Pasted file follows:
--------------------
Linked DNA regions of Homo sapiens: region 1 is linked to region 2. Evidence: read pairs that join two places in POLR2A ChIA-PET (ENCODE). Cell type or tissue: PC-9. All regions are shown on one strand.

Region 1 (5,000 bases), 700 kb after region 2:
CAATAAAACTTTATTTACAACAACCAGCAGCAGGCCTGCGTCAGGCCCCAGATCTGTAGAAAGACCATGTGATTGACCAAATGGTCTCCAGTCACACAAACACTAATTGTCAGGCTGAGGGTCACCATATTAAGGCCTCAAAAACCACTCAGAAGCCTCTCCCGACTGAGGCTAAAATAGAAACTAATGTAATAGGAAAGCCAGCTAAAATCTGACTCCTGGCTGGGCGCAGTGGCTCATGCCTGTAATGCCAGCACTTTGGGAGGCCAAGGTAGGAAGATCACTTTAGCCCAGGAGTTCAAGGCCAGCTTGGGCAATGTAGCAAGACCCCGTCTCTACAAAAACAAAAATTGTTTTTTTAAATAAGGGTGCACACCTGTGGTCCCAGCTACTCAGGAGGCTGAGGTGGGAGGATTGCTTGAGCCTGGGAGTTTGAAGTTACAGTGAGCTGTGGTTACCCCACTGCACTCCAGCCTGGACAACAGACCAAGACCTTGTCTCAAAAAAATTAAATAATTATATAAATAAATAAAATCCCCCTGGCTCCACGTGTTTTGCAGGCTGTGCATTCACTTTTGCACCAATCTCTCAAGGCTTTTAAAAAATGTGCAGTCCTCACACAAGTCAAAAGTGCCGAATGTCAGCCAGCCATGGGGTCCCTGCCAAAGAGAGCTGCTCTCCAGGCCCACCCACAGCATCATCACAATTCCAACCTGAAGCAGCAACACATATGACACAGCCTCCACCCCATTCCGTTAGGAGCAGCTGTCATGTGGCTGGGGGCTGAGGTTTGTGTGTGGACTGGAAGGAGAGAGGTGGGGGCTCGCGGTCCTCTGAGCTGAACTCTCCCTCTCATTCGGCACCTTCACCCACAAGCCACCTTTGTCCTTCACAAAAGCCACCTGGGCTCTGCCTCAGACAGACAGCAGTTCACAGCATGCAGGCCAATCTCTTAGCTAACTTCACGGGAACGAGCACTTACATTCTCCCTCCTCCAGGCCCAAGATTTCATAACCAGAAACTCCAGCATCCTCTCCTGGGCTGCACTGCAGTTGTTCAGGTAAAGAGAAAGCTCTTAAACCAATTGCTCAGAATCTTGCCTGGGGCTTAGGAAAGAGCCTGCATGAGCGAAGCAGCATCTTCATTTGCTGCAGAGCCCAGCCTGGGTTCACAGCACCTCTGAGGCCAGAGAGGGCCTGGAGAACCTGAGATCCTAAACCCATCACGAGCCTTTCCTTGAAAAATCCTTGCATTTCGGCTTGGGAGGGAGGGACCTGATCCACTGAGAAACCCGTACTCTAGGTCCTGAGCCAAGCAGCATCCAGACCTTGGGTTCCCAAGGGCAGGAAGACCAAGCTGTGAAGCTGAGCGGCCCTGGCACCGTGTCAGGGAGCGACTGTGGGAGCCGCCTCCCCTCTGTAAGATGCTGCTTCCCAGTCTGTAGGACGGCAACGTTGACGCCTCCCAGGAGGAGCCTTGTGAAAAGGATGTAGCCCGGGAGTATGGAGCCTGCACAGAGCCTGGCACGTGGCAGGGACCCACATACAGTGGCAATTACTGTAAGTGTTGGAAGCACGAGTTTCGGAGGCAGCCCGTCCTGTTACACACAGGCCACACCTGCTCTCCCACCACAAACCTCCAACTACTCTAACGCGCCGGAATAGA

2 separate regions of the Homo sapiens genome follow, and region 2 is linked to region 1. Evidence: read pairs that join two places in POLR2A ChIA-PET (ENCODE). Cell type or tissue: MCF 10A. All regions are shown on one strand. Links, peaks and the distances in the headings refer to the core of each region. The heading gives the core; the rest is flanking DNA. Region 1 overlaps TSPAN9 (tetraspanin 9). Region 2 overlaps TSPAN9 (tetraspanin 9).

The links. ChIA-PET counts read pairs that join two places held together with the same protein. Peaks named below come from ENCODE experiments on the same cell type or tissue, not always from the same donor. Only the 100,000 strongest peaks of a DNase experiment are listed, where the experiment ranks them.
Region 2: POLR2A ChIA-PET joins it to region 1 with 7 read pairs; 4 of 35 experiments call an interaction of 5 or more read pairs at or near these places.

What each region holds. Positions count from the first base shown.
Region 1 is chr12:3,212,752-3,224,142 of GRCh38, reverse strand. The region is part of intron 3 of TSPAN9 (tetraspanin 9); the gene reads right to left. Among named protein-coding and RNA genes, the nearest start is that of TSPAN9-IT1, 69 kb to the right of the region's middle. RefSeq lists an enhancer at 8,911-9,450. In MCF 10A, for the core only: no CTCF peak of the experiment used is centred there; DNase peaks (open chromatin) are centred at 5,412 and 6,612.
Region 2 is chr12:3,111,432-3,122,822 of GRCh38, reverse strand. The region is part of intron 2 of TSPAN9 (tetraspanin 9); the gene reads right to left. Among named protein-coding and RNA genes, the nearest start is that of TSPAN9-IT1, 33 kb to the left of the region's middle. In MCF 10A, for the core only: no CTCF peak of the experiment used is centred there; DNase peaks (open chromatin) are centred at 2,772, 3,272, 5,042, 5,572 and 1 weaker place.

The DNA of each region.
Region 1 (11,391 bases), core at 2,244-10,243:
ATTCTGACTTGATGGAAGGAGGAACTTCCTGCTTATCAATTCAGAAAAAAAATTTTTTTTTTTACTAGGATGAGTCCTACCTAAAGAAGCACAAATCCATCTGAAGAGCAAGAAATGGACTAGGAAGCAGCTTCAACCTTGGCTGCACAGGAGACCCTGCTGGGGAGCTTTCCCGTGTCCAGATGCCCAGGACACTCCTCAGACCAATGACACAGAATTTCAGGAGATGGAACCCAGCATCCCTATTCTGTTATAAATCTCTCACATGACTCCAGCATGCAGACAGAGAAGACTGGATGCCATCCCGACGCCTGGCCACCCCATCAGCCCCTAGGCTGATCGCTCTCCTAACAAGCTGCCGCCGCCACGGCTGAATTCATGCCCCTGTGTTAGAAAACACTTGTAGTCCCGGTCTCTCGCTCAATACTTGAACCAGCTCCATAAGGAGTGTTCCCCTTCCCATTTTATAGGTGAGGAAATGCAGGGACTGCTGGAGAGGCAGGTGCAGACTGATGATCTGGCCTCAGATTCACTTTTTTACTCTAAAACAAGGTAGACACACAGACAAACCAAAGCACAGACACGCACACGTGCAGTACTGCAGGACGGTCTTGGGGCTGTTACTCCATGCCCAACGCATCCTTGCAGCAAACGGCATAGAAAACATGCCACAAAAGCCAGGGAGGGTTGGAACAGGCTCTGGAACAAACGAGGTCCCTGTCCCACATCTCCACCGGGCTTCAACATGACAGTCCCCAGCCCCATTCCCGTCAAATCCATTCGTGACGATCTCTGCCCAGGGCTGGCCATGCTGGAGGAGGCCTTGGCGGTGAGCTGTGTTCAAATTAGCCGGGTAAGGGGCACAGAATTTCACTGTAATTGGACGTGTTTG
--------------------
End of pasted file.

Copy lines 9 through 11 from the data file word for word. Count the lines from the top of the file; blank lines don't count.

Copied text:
Region 2 is chr12:3,111,432-3,122,822 of GRCh38, reverse strand. The region is part of intron 2 of TSPAN9 (tetraspanin 9); the gene reads right to left. Among named protein-coding and RNA genes, the nearest start is that of TSPAN9-IT1, 33 kb to the left of the region's middle. In MCF 10A, for the core only: no CTCF peak of the experiment used is centred there; DNase peaks (open chromatin) are centred at 2,772, 3,272, 5,042, 5,572 and 1 weaker place.

The DNA of each region.
Region 1 (11,391 bases), core at 2,244-10,243: